Andy Reid details his ‘complete support’ for Black Lives Matter

INDIANAPOLIS, INDIANA - FEBRUARY 25: Head coach Andy Reid of the Kansas City Chiefs interviews during the first day of the NFL Scouting Combine at Lucas Oil Stadium on February 25, 2020 in Indianapolis, Indiana. (Photo by Alika Jenner/Getty Images)
INDIANAPOLIS, INDIANA - FEBRUARY 25: Head coach Andy Reid of the Kansas City Chiefs interviews during the first day of the NFL Scouting Combine at Lucas Oil Stadium on February 25, 2020 in Indianapolis, Indiana. (Photo by Alika Jenner/Getty Images) /

Andy Reid spoke to reporters about the importance of the Black Lives Matter movement.

In one of the most impassioned press conferences Andy Reid has ever given since his arrival in Kansas City, the Chiefs head coach spoke to reporters via teleconference on Thursday about the current state of race relations in America and his “complete support” of Black Lives Matter.

From the outset, it was clear that Reid was ready to share his excitement about the recent statements and actions of Chiefs players as well as the National Football League. Reid’s opening remarks ran for quite some time as he wanted to share his perspective on the Black Lives Matter movement and the role of Chiefs players, such as Patrick Mahomes and Tyrann Mathieu, in a recent video released asking the NFL to support it.

Here’s some of what Reid shared as he opened his time with reporters:

"“With the racial issues going on now, it breaks my heart. I’m an old head, so I’ve been around long enough to have seen a few generations come through including my own and I’m so happy, so fired up about our younger generation, man. They’re taking it and they’re attacking this thing the right way. I just think we have this great country and these kids know how great this contry is. They absolutely know how great it is and all they want to do is make it better. And I think that’s a beautiful thing, especially, as I said, I’m not getting any ounger. I’ve got grandkids and I’m blessed that these guys and ladies are doing this and standing up for what they believe.“I was lucky enough to grow up around diverse cultures and religions and everything in Los Angeles, and obviously I was in sports at the same time, so my respect for people is for that—for people. We’re sitting here with this push on Black Lives Matter and absolutely they matter, man. I think it’s a beautiful thing. I’m in complete support with them. I believe in communication. I believe in what my parents taught me about, at times like this, you have large ears, man. You sit and you listen and you learn and you become better. So that’s where I’m at.”"

From there, Reid went on to explain that Chiefs players are part of a larger effort to assist with voter registration and education but plans for that are currently being solidified. An announcement should be forthcoming next week, per Reid, and fans should expect the Chiefs as an organization to be completely behind the players and their work on the ground.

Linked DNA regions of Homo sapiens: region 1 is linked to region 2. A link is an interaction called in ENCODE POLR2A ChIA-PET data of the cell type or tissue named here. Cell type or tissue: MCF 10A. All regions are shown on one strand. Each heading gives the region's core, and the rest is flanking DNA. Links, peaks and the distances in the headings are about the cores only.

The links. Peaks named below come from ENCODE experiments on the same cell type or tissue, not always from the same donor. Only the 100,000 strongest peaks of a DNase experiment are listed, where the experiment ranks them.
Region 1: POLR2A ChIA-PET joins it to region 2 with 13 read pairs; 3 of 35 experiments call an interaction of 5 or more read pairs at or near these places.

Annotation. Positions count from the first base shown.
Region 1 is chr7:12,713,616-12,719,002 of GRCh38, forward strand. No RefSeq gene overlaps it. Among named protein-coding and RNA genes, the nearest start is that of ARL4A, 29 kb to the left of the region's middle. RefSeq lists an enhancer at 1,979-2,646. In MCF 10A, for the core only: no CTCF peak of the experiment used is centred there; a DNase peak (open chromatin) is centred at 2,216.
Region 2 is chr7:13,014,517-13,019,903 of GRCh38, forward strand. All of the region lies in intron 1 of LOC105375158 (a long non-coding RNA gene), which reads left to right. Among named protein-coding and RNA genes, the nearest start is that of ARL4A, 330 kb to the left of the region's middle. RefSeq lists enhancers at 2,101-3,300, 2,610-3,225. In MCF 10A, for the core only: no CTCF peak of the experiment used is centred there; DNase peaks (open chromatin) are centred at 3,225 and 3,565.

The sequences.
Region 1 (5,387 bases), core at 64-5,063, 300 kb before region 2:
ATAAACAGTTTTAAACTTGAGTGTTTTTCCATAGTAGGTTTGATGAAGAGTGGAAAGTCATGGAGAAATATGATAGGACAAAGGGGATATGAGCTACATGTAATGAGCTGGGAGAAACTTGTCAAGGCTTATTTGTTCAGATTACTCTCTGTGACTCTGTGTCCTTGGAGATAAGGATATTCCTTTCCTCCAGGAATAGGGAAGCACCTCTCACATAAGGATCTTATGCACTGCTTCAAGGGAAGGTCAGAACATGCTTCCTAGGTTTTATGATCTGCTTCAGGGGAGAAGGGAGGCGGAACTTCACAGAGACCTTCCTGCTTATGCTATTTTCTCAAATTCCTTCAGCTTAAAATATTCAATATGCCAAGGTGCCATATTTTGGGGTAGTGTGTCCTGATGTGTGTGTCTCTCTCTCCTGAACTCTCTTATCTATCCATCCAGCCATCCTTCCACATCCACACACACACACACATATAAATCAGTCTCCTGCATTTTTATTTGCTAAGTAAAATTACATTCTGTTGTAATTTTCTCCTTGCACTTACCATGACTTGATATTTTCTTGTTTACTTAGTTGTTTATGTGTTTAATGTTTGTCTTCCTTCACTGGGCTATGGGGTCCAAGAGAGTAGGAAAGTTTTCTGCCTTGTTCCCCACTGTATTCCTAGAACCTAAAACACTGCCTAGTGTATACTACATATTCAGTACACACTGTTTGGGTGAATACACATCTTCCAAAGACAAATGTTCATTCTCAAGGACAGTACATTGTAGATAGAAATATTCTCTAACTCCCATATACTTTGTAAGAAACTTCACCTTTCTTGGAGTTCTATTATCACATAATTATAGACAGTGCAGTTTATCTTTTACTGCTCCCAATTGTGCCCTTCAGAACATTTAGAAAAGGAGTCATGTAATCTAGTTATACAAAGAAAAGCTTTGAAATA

Even more, Reid had nothing but praise for the entire organization and the way that they’ve supported the players. Despite recent remarks by former Chiefs cornerback Steven Nelson, Reid painted a much different picture of the culture in K.C. from the leadership on down. When asked about team owner Clark Hunt’s involvement and perspective, Reid explained his appreciation for the team’s culture.

"“Clark was unbelievable,” said Reid. “He was so proud of those guys. He called them and talked to them. That’s how Clark does. However people see it, he’s unbelievable with the guys in that way. He’s all in and our guys know it. That’s why you don’t hear a lot of chatter. Those guys know they have an open ear to talk to, whether it’s Clark, Mark [Donovan, team president], Brett [Veach, general manager], myself. It’s an open ear. We’re there to listen and we’re all in it together. That’s what we’re doing. We’re a team. That’s what team is. That’s the beauty of this thing.”"

Reid was even excited to hear the response of the NFL to the players’ video, calling commissioner Roger Goodell a “stud” in that moment. Goodell responded to the video by admitting the NFL was wrong in its organizational approach in the first place and how they failed to listen to and support its own players when players like Colin Kaepernick were first attempting to bring attention to police brutality.

Here’s Reid’s words on Goodell and the response from the league:

"“I think Roger, he was a stud right there. That’s a hard thing to do, to say ‘I was wrong.’ How many of us have a hard time saying that? And listen, time can do that to you. We’ve all been in that position where things change. It’s changing right now. How great is that? Every generation has changed in some way to get us to this point and now we get to put it down and end it.”"

From the entire press conference, it was clear that Reid believes a beautiful moment for all of us has arrived. As he said, it’s a chance to listen and learn. It’s a chance for a nation to heal. It’s also a chance for the most popular sport in America to take a pivotal position in a national conversation and movement. As Reid said, “It makes the NFL better. It’s going to make our country better. We live in a great place.”

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